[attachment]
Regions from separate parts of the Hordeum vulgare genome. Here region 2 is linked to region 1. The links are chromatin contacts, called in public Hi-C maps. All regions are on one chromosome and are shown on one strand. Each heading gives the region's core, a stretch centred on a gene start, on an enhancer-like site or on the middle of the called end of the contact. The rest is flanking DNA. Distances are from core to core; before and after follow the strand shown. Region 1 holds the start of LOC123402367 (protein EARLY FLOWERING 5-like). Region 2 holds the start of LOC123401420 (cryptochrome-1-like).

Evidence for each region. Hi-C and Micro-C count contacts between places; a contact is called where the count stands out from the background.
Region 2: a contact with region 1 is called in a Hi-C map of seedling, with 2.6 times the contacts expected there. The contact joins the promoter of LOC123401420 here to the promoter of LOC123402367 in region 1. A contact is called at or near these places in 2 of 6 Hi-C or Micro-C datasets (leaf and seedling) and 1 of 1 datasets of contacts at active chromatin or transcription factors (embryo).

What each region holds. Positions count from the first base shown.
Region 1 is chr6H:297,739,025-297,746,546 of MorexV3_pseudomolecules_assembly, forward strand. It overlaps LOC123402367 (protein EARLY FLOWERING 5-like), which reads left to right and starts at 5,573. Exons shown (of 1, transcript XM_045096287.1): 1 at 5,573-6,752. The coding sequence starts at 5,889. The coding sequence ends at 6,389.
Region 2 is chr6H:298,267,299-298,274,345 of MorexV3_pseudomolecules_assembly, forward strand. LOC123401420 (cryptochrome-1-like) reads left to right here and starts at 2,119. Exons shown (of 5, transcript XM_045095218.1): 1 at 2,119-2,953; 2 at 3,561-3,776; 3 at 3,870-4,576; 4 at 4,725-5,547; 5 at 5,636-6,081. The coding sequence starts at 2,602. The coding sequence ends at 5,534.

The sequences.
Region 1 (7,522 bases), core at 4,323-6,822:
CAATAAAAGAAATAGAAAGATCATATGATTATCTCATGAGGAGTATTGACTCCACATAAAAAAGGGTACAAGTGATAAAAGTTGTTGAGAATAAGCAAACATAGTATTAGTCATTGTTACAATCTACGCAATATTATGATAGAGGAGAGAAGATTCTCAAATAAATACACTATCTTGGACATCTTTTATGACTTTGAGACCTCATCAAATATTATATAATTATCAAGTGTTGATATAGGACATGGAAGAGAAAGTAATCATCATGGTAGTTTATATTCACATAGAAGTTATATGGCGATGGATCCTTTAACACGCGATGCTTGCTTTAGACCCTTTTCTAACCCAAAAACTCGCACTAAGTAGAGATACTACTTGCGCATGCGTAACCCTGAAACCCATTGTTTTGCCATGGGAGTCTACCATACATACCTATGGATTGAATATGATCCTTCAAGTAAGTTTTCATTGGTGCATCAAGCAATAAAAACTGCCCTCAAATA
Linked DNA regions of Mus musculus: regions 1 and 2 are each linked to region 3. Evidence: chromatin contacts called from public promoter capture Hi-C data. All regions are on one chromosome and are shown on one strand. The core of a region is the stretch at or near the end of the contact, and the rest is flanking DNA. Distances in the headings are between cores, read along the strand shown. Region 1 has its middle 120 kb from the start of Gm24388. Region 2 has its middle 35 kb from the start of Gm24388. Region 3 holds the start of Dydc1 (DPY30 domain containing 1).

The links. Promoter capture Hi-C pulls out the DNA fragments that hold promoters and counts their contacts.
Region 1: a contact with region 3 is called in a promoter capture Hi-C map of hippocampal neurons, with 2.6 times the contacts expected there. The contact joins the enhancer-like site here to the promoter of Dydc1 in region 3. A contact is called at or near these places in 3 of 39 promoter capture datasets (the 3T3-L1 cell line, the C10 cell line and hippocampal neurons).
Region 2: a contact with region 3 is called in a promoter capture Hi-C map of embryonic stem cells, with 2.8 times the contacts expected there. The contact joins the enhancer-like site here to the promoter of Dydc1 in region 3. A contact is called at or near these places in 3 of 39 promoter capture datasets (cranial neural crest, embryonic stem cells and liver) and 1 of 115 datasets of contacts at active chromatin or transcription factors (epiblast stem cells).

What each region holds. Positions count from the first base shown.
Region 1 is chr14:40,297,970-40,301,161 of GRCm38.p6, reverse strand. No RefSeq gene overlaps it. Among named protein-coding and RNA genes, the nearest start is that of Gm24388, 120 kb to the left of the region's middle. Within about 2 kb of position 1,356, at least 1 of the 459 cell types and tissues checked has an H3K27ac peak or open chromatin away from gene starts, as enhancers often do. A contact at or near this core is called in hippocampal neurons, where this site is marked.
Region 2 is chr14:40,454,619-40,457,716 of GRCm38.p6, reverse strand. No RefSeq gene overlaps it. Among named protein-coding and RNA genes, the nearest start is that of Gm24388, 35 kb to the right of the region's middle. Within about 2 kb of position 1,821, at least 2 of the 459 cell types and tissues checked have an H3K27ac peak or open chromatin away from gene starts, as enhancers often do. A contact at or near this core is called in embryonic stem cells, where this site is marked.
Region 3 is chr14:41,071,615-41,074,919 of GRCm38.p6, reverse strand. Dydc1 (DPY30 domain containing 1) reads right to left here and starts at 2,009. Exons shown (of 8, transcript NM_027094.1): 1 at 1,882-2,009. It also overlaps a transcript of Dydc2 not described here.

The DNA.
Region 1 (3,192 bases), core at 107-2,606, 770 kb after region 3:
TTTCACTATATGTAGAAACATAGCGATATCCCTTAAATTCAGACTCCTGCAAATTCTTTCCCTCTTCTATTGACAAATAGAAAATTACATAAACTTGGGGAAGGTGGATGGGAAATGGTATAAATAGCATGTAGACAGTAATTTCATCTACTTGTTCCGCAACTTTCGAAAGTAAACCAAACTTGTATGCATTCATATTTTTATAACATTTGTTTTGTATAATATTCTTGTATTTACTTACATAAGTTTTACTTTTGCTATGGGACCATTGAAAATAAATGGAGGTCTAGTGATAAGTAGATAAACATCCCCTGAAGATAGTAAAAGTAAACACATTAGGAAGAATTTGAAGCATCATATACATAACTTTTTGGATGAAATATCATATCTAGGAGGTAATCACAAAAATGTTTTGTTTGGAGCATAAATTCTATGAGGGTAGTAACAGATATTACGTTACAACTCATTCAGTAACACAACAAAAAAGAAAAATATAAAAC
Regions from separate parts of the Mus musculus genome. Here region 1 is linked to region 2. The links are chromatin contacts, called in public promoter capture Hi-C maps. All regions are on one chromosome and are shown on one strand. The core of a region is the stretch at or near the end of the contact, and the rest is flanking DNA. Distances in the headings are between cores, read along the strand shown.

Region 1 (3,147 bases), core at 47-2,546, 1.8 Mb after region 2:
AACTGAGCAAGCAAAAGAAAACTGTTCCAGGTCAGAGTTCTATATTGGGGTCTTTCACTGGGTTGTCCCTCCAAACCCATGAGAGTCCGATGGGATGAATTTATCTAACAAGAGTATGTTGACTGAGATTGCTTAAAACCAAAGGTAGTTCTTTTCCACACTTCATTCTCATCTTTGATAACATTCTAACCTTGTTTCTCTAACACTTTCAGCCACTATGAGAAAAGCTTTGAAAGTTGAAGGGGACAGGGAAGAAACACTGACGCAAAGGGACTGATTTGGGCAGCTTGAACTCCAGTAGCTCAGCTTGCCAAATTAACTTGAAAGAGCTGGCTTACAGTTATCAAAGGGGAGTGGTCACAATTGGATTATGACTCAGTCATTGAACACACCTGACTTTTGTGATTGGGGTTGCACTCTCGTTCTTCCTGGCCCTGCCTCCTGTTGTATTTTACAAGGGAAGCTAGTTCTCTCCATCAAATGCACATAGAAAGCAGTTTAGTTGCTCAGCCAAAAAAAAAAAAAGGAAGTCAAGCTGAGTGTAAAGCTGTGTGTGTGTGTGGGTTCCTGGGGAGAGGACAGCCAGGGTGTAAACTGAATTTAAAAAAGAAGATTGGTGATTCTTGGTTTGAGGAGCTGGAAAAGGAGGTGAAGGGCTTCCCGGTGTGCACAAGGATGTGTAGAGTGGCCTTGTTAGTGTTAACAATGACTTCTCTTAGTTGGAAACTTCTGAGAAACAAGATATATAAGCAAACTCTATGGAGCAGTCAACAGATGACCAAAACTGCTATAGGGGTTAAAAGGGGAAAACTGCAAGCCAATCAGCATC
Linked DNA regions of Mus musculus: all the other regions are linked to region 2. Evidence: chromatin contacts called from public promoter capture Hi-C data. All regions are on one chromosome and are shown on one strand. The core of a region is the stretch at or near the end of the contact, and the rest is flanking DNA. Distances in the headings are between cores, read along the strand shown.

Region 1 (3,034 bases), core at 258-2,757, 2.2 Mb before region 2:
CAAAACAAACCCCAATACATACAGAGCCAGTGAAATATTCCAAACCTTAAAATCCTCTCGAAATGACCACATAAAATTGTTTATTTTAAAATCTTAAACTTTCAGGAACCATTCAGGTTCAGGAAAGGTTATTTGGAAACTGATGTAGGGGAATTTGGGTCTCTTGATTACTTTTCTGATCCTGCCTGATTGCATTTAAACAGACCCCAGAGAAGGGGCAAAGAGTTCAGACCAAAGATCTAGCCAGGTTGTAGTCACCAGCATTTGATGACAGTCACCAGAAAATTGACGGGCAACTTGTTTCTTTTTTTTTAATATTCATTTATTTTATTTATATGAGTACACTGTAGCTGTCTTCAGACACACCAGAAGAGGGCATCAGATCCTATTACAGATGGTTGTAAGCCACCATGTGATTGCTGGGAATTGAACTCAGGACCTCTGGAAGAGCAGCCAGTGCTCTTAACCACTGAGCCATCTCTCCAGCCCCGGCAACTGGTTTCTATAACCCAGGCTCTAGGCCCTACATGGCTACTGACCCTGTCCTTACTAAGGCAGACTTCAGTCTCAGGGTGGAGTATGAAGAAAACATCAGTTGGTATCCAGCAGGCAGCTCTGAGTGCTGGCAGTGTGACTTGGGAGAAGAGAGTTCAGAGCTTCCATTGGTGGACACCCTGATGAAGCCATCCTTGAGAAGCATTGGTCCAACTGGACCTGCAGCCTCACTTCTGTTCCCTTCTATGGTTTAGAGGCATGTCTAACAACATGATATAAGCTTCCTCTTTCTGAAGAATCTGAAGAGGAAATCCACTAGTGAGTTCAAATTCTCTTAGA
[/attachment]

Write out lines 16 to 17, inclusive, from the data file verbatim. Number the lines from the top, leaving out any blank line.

Region 2 is chr14:40,454,619-40,457,716 of GRCm38.p6, reverse strand. No RefSeq gene overlaps it. Among named protein-coding and RNA genes, the nearest start is that of Gm24388, 35 kb to the right of the region's middle. Within about 2 kb of position 1,821, at least 2 of the 459 cell types and tissues checked have an H3K27ac peak or open chromatin away from gene starts, as enhancers often do. A contact at or near this core is called in embryonic stem cells, where this site is marked.
Region 3 is chr14:41,071,615-41,074,919 of GRCm38.p6, reverse strand. Dydc1 (DPY30 domain containing 1) reads right to left here and starts at 2,009. Exons shown (of 8, transcript NM_027094.1): 1 at 1,882-2,009. It also overlaps a transcript of Dydc2 not described here.